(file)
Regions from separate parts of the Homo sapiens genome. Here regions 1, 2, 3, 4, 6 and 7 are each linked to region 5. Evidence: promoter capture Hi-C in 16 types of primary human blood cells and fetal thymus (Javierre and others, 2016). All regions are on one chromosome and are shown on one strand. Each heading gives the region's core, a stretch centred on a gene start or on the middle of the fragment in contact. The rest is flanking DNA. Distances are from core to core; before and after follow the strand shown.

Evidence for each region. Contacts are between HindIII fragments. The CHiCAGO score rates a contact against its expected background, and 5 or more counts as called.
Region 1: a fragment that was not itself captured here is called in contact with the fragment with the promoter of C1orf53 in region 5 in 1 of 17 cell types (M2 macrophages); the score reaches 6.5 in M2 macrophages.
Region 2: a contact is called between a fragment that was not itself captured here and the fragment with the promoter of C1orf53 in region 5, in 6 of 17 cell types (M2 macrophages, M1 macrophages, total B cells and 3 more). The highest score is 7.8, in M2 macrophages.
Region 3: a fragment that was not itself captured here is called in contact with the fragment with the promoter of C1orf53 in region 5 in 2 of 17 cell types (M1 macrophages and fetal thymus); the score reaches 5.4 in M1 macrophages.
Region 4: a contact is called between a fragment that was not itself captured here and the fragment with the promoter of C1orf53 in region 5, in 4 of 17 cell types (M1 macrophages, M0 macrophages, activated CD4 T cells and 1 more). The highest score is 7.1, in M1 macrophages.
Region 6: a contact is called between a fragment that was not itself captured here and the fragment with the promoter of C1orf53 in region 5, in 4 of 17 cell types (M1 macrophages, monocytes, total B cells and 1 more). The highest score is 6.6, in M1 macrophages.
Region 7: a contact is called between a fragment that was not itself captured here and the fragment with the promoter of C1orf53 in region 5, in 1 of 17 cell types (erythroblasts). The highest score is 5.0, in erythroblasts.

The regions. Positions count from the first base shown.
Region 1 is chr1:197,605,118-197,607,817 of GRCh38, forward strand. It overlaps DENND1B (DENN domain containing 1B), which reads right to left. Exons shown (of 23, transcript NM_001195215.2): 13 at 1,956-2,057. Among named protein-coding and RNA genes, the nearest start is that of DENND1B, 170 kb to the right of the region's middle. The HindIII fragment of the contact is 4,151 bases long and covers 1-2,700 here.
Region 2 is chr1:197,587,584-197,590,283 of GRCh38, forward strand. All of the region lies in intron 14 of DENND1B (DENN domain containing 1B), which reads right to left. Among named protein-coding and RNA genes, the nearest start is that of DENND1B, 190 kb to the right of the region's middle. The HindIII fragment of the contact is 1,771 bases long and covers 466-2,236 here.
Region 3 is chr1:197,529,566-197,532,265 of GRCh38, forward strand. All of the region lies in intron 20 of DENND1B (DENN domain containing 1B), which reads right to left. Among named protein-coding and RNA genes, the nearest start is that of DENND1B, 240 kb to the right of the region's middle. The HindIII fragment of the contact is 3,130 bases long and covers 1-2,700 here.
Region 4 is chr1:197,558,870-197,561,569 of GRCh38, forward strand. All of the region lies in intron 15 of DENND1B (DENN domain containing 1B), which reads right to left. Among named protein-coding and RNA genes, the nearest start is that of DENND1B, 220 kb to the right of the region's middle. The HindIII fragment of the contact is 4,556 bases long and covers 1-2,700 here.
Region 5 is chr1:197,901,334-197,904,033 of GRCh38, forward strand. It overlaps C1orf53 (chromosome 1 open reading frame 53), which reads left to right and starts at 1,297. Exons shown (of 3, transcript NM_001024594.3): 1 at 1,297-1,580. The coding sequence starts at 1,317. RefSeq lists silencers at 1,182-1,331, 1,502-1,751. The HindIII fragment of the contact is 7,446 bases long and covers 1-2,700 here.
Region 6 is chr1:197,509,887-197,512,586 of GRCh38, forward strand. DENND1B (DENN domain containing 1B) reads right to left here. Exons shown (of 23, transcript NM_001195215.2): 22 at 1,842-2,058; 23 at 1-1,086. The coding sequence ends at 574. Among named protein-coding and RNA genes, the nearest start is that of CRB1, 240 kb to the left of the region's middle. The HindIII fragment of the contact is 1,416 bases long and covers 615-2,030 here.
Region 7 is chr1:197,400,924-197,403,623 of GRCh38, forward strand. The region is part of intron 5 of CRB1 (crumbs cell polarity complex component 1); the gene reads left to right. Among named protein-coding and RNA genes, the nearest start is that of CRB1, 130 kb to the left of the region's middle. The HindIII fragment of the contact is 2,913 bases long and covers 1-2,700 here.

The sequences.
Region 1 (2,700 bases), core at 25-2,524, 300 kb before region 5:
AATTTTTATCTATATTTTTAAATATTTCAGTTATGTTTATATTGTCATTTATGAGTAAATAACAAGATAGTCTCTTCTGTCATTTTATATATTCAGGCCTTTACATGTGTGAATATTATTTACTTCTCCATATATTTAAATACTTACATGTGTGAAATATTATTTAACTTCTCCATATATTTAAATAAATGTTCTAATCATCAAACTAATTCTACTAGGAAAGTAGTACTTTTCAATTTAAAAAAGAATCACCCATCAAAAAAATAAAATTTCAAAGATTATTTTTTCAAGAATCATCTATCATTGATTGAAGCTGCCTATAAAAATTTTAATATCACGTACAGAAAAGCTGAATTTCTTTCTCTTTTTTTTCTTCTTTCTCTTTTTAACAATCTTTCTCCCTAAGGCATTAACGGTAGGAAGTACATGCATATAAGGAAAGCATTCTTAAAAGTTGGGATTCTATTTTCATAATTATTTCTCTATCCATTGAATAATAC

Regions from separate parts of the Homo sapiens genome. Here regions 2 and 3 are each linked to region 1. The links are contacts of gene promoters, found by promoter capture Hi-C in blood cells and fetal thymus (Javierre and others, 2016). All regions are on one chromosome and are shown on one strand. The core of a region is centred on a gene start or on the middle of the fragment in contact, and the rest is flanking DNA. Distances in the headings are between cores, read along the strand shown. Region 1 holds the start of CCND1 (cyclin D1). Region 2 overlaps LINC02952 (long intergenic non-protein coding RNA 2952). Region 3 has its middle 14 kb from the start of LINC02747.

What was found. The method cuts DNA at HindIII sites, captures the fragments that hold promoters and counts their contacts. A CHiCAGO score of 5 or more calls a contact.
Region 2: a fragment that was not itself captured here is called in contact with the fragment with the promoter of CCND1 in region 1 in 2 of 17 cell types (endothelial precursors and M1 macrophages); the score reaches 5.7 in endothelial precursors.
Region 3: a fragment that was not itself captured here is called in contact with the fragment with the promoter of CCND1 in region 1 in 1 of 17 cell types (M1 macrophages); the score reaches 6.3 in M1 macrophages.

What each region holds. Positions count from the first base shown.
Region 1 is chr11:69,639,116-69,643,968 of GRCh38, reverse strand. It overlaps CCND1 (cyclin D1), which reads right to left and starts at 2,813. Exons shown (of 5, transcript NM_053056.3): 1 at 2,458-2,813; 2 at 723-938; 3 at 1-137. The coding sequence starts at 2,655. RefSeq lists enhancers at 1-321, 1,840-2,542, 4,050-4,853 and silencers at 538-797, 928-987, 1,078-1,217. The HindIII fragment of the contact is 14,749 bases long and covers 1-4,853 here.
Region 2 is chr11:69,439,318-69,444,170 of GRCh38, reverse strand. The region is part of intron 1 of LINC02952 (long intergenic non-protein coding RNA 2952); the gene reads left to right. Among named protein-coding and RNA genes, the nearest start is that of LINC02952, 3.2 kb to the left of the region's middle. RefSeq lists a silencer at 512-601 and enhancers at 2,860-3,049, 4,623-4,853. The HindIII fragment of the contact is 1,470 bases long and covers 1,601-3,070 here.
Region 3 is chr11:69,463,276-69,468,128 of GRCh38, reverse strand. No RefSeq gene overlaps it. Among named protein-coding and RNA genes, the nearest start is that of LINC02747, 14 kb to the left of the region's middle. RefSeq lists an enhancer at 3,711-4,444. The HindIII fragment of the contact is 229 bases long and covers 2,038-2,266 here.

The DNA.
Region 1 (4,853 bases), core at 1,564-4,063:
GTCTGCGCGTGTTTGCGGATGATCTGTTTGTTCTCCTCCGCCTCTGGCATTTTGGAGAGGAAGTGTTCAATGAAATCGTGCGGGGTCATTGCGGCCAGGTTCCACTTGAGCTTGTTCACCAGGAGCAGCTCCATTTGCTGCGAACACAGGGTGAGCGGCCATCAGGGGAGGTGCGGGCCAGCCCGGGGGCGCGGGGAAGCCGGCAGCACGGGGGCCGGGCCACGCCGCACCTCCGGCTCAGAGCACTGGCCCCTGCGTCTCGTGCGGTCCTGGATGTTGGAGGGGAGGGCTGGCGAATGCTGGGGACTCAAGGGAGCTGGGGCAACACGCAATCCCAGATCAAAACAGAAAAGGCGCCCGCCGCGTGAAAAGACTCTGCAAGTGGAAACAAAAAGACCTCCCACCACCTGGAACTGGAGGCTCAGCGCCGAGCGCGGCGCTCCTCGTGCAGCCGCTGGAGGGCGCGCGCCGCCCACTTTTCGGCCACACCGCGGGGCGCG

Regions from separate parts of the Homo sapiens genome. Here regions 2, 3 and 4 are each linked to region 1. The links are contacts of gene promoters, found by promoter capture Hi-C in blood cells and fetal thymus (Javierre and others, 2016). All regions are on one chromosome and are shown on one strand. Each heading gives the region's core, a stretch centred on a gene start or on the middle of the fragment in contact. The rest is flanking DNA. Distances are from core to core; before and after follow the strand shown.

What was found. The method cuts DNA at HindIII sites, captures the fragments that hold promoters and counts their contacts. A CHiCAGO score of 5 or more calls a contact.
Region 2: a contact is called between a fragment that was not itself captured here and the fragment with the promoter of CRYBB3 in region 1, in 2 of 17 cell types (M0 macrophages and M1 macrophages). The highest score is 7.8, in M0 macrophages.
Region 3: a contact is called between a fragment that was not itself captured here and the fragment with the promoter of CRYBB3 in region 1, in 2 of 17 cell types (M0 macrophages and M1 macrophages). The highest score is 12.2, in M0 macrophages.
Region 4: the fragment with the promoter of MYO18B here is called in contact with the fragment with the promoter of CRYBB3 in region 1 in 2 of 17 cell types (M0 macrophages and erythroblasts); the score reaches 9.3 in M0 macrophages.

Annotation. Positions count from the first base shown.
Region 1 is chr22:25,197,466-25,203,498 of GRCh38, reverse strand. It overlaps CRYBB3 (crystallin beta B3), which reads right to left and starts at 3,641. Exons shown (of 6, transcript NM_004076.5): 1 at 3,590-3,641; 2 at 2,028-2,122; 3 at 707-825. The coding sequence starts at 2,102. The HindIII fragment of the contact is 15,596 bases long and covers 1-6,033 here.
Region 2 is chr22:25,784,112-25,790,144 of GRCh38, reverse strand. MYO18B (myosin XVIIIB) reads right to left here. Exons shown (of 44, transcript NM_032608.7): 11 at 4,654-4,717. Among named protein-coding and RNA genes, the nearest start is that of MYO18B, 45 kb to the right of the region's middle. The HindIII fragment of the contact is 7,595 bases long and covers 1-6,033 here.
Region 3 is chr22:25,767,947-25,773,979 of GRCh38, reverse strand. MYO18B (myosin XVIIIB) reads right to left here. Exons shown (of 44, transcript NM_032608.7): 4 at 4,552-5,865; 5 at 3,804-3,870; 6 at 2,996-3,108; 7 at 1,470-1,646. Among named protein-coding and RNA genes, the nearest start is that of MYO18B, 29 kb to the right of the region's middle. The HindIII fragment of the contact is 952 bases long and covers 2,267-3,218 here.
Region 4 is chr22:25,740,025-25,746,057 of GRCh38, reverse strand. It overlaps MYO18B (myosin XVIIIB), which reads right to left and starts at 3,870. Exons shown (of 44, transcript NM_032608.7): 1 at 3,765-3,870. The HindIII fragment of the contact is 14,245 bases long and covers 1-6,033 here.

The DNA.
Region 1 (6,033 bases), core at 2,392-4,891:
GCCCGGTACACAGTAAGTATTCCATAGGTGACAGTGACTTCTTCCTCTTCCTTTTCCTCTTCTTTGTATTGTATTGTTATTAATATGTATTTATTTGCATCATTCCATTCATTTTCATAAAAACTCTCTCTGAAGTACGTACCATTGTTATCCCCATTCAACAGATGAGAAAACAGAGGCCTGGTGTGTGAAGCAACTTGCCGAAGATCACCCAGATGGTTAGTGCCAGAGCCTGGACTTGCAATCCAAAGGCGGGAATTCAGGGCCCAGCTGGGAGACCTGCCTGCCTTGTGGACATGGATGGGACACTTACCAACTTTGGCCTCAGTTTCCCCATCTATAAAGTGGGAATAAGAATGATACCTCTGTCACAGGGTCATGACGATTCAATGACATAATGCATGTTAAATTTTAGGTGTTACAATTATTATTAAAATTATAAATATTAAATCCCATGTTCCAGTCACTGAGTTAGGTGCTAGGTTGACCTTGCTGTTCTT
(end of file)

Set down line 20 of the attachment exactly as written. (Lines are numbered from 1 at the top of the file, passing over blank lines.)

Regions from separate parts of the Homo sapiens genome. Here regions 2 and 3 are each linked to region 1. The links are contacts of gene promoters, found by promoter capture Hi-C in blood cells and fetal thymus (Javierre and others, 2016). All regions are on one chromosome and are shown on one strand. The core of a region is centred on a gene start or on the middle of the fragment in contact, and the rest is flanking DNA. Distances in the headings are between cores, read along the strand shown. Region 1 holds the start of CCND1 (cyclin D1). Region 2 overlaps LINC02952 (long intergenic non-protein coding RNA 2952). Region 3 has its middle 14 kb from the start of LINC02747.